Difference Between Thyroid Nodule and Cyst

The thyroid gland is an important part of the endocrine system, located in the neck, and responsible for producing hormones that regulate various body functions such as metabolism, heart rate, and body temperature. Sometimes, lumps or growths can develop on the thyroid gland and cause concern. Two common types of growths that can occur on the thyroid are thyroid nodules and cysts. Although these terms are often used interchangeably, there are significant differences between them.

What is Thyroid Nodule?

Thyroid nodules are big, painful lumps that can form on the thyroid gland. It's tough, uncomfortable, and sensitive to the slightest touch. These growths seldom progress to malignancy. A nodule on the thyroid often forms subcutaneously.

A thyroid nodule may be completely cystic if there are no solid components within the fluid. Complex thyroid nodules consist of both solid and liquid parts. Causes of thyroid nodules include thyroiditis, iodine shortage, thyroid adenoma, thyroid cyst, and malignancy.

Thyroid nodules are associated with a number of factors, including −

  • For women aged 30, 30% will have a thyroid nodule found.

  • Thyroid nodules affect significantly more females than males.

  • Ninety-five percent or more of thyroid nodules are benign, meaning they won't cause any harm if left alone.

  • Thyroid nodules are uncommon, and just 5-10% are malignant.

  • Thyroid nodules only affect 2%-4% of males.

  • Thyroid nodules become more common as people become older.

  • Pure cystic nodules of the thyroid (thyroid cysts) are normally harmless.

  • Thyroid nodules can be classified as either solid or cystic, with cystic nodules consisting of fluid and no tissue at all.

What is Cyst?

An air or liquid-filled bump that can form anywhere on the body is called a cyst. Thyroid cysts enlarge rapidly when they experience internal bleeding. Symptoms including discomfort, swallowing difficulties, and vocal cord constriction can develop if thyroid cysts are allowed to grow unchecked.

There is a 15% chance that these cysts may go away on their own. Thyroid cysts can range in size from extremely large to very small, sometimes appearing out of nowhere. Radioactive iodine, anti-thyroid medicines, and surgery are all options for dealing with thyroid cysts. Pure thyroid cysts smaller than or equal to 3 centimetres in diameter are tracked for progression. Aspiration and ethanol instillation are ablative methods that can be used for management.

Cysts of the thyroid gland that contain just fluid have a considerably lower probability of developing into thyroid cancer than those containing solid components.

Differences: Thyroid Nodule and Cyst

The following table highlights the major differences between Thyroid Nodule and Cyst −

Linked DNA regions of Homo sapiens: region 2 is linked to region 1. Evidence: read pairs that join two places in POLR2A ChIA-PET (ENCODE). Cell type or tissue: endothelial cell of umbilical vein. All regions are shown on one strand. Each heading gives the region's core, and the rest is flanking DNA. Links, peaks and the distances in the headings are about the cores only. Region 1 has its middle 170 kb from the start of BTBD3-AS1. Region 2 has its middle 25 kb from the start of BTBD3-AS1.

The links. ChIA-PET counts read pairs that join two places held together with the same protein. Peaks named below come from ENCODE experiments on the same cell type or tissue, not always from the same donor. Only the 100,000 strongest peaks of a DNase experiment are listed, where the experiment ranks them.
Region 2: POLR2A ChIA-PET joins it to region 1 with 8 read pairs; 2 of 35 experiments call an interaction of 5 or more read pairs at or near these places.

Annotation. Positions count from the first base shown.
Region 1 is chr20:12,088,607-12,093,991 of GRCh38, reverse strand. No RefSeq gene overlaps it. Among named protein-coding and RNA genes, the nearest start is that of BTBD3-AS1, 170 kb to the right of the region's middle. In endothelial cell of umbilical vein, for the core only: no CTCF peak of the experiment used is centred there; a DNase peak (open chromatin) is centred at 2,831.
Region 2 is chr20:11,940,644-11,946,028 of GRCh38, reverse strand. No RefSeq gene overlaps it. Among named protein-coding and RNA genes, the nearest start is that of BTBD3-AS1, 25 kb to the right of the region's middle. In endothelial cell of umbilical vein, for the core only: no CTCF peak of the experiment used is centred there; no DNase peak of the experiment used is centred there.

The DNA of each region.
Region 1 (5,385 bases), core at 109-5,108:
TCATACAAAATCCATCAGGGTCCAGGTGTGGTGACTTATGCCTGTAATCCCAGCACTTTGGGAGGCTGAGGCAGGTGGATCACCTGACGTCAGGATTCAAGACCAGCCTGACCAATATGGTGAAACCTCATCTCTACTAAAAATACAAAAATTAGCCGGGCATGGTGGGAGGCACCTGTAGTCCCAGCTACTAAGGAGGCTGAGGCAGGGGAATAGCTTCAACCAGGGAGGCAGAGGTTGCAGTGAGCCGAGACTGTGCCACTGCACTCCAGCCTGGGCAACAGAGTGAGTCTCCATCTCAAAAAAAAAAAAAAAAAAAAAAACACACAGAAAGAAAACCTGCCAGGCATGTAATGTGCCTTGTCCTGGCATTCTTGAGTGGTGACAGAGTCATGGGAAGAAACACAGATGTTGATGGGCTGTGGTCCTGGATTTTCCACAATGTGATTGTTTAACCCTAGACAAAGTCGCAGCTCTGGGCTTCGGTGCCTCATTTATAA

Thyroid Nodule



Thyroid nodules are rarely malign and relatively common. A thyroid nodule is an elevated lump that usually develops or grows in your thyroid gland. A nodule is either filled with fluid or it can be solid.

Thyroid cysts are enlarged fluid-filled cavities that are usually less than 1 cm in size. Sometimes they are quite large and develop suddenly

Thyroid cysts are caused by degenerating thyroid adenomas. Cysts are usually benign (non-cancerous), but they occasionally contain malignant solid components. Fluids and solid components are mixed in thyroid cysts.


Thyroid nodules produce additional thyroxine (a hormone the thyroid gland secretes into the bloodstream). This additional extra thyroxine can cause symptoms of hyperthyroidism such as:

  • Elevated perspiration

  • An enlarged thyroid gland, known as a goitre

  • Irregular and rapid heartbeat

  • Swallowing difficulties

  • Muscle weakness

  • Breathing difficulties

  • Unexplained weight loss

  • Tremor

  • Nervousness

  • A noticeable lump in the neck

  • Pain

  • Change in voice

  • Difficulty in swallowing


  • Overgrowth of normal thyroid tissue (stronggenetic basis)

  • Hashimoto’s disease – It is a condition in which your immune system attacks your thyroid, a small gland at the base of your neck below your Adam’s apple

  • Thyroid cancer

  • Chronic inflammation of your thyroid

  • Iodine deficiency

  • Structural abnormalities of the thyroid gland from birth

Fluid-filled cavities (cysts) in the thyroid are caused by degenerating thyroid adenomas. The fluid is usually mixed with some solid components in thyroid cysts.

Specific characteristic

It is filled with solid materials

It is filled with fluids

Pus filled

No pus

No pus but filled with fluid


  • Keloid scars- Nodular lesions caused due to repair mechanisms meant to heal injuries to the body organs

  • Pulmonary modules – nodular lesions in inflammatory conditions like rheumatoid arthritis

  • Granulomas – nodular lesions occurring in conditions like Tuberculosis

  • Sebaceous cysts – formed over the skin and possess a bluish discoloration. Surgery is mostly recommended in these kinds of cysts in order to prevent them from getting an infection.

  • Dermoid cysts – A sac-like non-cancerous lump in the skin

  • Painful Bartholin cysts – these develop in the females in Bartholin glands

  • Cysts in the internal organs such as thyroid gland, ovaries, and kidney


Thyroid nodules and cysts are two distinct types of growths that can occur on the thyroid gland. Thyroid nodules are solid lumps or growths, while cysts are fluid-filled sacs. Both types of growths can be benign or malignant and require proper diagnosis and treatment.

It is important for individuals to be aware of the difference between these two conditions and seek medical attention if they suspect the presence of a growth on their thyroid.

Updated on: 10-Apr-2023


Kickstart Your Career

Get certified by completing the course

Get Started